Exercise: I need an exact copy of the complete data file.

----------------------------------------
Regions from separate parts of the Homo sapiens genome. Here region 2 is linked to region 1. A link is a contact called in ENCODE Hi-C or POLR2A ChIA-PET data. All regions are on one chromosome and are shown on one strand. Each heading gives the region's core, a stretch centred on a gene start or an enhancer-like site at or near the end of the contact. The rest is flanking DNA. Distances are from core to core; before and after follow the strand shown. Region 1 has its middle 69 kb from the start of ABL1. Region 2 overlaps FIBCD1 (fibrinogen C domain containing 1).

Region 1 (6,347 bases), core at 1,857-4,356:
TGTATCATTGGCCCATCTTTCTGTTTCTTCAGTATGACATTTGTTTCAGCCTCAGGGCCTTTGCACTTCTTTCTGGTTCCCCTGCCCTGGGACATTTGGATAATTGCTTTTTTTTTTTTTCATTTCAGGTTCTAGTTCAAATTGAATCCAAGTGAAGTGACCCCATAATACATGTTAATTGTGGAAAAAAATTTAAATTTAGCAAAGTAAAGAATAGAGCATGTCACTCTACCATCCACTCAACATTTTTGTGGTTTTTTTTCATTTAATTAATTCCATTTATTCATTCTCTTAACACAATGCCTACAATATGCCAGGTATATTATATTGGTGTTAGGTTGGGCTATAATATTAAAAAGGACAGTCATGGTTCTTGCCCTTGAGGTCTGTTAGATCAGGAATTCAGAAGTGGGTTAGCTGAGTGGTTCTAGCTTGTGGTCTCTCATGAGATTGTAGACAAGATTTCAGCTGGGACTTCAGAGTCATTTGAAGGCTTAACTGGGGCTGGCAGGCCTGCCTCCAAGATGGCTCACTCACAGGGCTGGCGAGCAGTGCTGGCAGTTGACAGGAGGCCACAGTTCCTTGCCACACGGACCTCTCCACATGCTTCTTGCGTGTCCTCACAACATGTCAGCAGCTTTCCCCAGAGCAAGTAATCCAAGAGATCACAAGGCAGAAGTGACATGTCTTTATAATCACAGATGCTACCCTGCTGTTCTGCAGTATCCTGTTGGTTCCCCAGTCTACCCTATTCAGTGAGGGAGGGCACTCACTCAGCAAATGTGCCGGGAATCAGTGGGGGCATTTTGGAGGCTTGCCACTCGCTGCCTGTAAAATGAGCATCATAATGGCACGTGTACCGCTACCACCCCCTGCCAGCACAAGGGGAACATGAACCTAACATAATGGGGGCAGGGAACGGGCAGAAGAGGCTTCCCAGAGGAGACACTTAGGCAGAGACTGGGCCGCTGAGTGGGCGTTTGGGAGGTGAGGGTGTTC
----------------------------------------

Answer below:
Regions from separate parts of the Homo sapiens genome. Here region 2 is linked to region 1. A link is a contact called in ENCODE Hi-C or POLR2A ChIA-PET data. All regions are on one chromosome and are shown on one strand. Each heading gives the region's core, a stretch centred on a gene start or an enhancer-like site at or near the end of the contact. The rest is flanking DNA. Distances are from core to core; before and after follow the strand shown. Region 1 has its middle 69 kb from the start of ABL1. Region 2 overlaps FIBCD1 (fibrinogen C domain containing 1).

Region 1 (6,347 bases), core at 1,857-4,356:
TGTATCATTGGCCCATCTTTCTGTTTCTTCAGTATGACATTTGTTTCAGCCTCAGGGCCTTTGCACTTCTTTCTGGTTCCCCTGCCCTGGGACATTTGGATAATTGCTTTTTTTTTTTTTCATTTCAGGTTCTAGTTCAAATTGAATCCAAGTGAAGTGACCCCATAATACATGTTAATTGTGGAAAAAAATTTAAATTTAGCAAAGTAAAGAATAGAGCATGTCACTCTACCATCCACTCAACATTTTTGTGGTTTTTTTTCATTTAATTAATTCCATTTATTCATTCTCTTAACACAATGCCTACAATATGCCAGGTATATTATATTGGTGTTAGGTTGGGCTATAATATTAAAAAGGACAGTCATGGTTCTTGCCCTTGAGGTCTGTTAGATCAGGAATTCAGAAGTGGGTTAGCTGAGTGGTTCTAGCTTGTGGTCTCTCATGAGATTGTAGACAAGATTTCAGCTGGGACTTCAGAGTCATTTGAAGGCTTAACTGGGGCTGGCAGGCCTGCCTCCAAGATGGCTCACTCACAGGGCTGGCGAGCAGTGCTGGCAGTTGACAGGAGGCCACAGTTCCTTGCCACACGGACCTCTCCACATGCTTCTTGCGTGTCCTCACAACATGTCAGCAGCTTTCCCCAGAGCAAGTAATCCAAGAGATCACAAGGCAGAAGTGACATGTCTTTATAATCACAGATGCTACCCTGCTGTTCTGCAGTATCCTGTTGGTTCCCCAGTCTACCCTATTCAGTGAGGGAGGGCACTCACTCAGCAAATGTGCCGGGAATCAGTGGGGGCATTTTGGAGGCTTGCCACTCGCTGCCTGTAAAATGAGCATCATAATGGCACGTGTACCGCTACCACCCCCTGCCAGCACAAGGGGAACATGAACCTAACATAATGGGGGCAGGGAACGGGCAGAAGAGGCTTCCCAGAGGAGACACTTAGGCAGAGACTGGGCCGCTGAGTGGGCGTTTGGGAGGTGAGGGTGTTC